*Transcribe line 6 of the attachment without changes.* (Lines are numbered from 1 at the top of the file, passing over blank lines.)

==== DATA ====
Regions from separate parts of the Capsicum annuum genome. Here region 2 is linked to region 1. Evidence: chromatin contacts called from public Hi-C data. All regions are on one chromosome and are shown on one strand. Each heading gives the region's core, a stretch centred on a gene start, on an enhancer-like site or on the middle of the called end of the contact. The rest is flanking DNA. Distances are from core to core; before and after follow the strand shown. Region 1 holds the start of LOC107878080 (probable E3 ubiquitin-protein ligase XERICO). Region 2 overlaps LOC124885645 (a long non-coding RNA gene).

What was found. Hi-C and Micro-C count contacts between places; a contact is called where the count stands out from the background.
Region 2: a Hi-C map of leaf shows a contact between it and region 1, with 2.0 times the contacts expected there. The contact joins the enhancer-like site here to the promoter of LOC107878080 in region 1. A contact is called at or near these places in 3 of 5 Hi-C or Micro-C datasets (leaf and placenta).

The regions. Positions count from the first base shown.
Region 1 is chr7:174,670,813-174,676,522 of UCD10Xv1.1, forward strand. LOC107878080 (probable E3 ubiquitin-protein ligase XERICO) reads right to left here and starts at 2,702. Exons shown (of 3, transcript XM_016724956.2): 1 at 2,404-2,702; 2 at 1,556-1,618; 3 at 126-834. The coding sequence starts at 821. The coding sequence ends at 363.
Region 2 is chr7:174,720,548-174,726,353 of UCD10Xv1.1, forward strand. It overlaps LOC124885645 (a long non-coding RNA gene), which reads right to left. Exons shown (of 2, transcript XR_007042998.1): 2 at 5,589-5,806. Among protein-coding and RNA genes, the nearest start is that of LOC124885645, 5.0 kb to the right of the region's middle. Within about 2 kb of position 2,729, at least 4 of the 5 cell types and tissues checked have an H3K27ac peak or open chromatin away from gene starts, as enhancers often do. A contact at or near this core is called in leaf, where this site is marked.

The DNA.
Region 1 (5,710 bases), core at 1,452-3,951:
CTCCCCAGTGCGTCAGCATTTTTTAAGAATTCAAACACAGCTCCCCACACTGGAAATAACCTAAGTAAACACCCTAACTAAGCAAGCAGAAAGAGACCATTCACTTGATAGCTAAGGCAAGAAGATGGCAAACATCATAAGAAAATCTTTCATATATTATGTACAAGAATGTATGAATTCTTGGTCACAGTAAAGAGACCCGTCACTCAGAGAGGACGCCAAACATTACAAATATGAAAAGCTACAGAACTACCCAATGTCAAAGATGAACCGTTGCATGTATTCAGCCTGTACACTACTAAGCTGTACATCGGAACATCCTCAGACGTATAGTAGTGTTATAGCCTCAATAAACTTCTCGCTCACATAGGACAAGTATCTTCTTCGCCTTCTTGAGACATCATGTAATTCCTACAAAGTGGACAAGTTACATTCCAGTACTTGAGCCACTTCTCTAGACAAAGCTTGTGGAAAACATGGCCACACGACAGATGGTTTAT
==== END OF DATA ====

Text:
Region 2 is chr7:174,720,548-174,726,353 of UCD10Xv1.1, forward strand. It overlaps LOC124885645 (a long non-coding RNA gene), which reads right to left. Exons shown (of 2, transcript XR_007042998.1): 2 at 5,589-5,806. Among protein-coding and RNA genes, the nearest start is that of LOC124885645, 5.0 kb to the right of the region's middle. Within about 2 kb of position 2,729, at least 4 of the 5 cell types and tissues checked have an H3K27ac peak or open chromatin away from gene starts, as enhancers often do. A contact at or near this core is called in leaf, where this site is marked.